Have you been staying active during the pandemic? If so, locally created study found you’re not just doing your body good, but your mental health as well.
As people around the world retreated to their homes in an attempt to avoid the spread of COVID-19, researchers from the University of the Fraser Valley wondered what the impact would be on physical activity. The results of their survey are now published in a study titled The Impact of COVID-19 on Physical Activity Behavior and Well-Being of Canadians.
Their study results show that those who became more active during the pandemic had lower anxiety than those who spent less time in outdoor physical activity. They also found that the restrictions imposed by the pandemic, such as parks and recreational facility closures, made it more difficult for some people to be as active as they would have liked to be.
Two researchers from UFV’s kinesiology department, Dr. Iris Lesser and Carl Nienhuis, surveyed Canadians to find out how people adapted their fitness activities to this new restricted reality.
“The pandemic resulted in restrictions to daily living for Canadians, including social distancing and closure of city and provincial recreation facilities, national parks, and playgrounds. We wanted to assess how these preemptive measures impacted physical activity behaviour and well-being of Canadians,” Lesser notes.
Canadians were still allowed to go outdoors for walking, running, and cycling activity, as well as pursuing indoor exercise in their homes.
Results of their Life in Lockdown survey indicate that while 40.5 per cent of previously inactive individuals became less active, only 22.4 per cent of active individuals became less active. Comparatively, 33 per cent of inactive individuals became more active while 40.3 per cent of active individuals became more active.
There were significant differences in well-being outcomes in the inactive population between those who were more active, the same, or less active, but this was not seen in the active population. Inactive participants who spent more time engaged in outdoor physical activity had lower anxiety than those who spent less time in outdoor physical activity.
Since COVID-19 restrictions were in place, 28.3 per cent of inactive participants altered their physical activity type, while 39.6 per cent of active participants maintained their typical physical activity choice.
Findings show that those who were less active in the early weeks of social isolation reported less enjoyment of life. For some, maintaining their physical activity was a challenge because of the restrictions imposed by the pandemic.
“For both the active and inactive population, there was a significant difference between those that were less active and those that reported the same or more physical activity since COVID-19 restrictions. That is, those that were less active for both inactive and active populations reported significantly less benefit, less enjoyment, less confidence, less support and fewer opportunities to be active. Further, those that were less active indicated significantly more challenges in physical activity engagement,” notes Lesser.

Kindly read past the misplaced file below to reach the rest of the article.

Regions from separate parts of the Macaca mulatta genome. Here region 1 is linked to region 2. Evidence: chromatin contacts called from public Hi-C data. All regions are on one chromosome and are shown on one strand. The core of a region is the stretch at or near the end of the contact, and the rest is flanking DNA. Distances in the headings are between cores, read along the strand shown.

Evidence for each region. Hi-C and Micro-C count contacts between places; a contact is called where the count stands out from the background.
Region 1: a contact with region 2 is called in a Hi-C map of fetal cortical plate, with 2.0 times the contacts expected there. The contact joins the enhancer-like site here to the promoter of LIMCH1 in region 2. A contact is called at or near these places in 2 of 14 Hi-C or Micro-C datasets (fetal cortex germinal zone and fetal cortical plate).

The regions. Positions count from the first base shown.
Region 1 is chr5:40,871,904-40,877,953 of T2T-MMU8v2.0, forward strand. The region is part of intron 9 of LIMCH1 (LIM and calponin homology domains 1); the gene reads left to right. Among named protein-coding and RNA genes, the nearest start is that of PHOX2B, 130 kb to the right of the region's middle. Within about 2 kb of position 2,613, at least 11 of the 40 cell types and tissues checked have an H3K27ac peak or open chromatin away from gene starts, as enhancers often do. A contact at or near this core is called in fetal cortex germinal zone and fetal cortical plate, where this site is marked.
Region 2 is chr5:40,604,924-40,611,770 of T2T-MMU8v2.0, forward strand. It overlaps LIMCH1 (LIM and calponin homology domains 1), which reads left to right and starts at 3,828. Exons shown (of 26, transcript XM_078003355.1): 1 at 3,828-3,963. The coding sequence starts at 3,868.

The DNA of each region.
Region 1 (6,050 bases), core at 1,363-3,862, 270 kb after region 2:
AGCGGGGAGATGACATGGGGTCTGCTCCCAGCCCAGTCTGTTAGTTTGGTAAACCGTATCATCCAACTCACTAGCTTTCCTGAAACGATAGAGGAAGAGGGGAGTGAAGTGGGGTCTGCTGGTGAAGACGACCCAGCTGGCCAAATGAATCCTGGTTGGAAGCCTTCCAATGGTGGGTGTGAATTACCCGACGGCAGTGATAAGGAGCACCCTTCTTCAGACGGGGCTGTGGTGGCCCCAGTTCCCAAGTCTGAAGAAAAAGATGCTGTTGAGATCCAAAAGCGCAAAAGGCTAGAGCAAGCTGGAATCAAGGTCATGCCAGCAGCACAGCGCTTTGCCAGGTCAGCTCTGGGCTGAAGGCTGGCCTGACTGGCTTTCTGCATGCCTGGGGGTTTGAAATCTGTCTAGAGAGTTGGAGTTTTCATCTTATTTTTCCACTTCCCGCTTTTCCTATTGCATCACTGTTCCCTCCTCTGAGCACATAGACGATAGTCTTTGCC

Lesser sees the effects of the pandemic on the activity level of the population as an opportunity to learn about barriers faced by some, and to reinforce the importance of promoting physical activity.
“I was surprised by the number of differences between inactive and active participants in how COVID-19 affected physical activity behaviour. I think this highlights the importance of lifestyle in promoting physical activity and how it is not a lack of willingness on the part of individuals to engage in physical activity but the number of barriers that they may be experiencing.
“Given the association between well-being among inactive participants who became more active since COVID-19, it further supports the need to promote physical activity for optimal mental and physical well-being.”
This study aligns with other research Lesser is conducting on the impact of outdoor activities on the anxiety levels of cancer survivors.
“There were significant differences within the inactive group between classification of anxiety levels and number of minutes spent in outdoor physical activity. Inactive participants with severe anxiety spent significantly fewer minutes in outdoor physical activity than participants with low and mild anxiety,” she notes. “I was pleased to see that finding as it supports the work that I am doing with cancer survivors and the importance of engaging in physical activity in an outdoor environment.”
As for what we can learn from the public health measures taken during the pandemic?
“While preventive public health measures are necessary during a pandemic such as this, an understanding of the impact on mental wellbeing of outdoor spaces for physical activity should be part a factor when it comes to making decisions about the ways in which we restrict outdoor access,” she says.
“Public health measures differentially affected Canadians who were active and inactive. Physical activity was strongly associated with well-being outcomes in inactive individuals. This suggests that health-promoting measures directed towards inactive individuals may be essential to improving well-being.”
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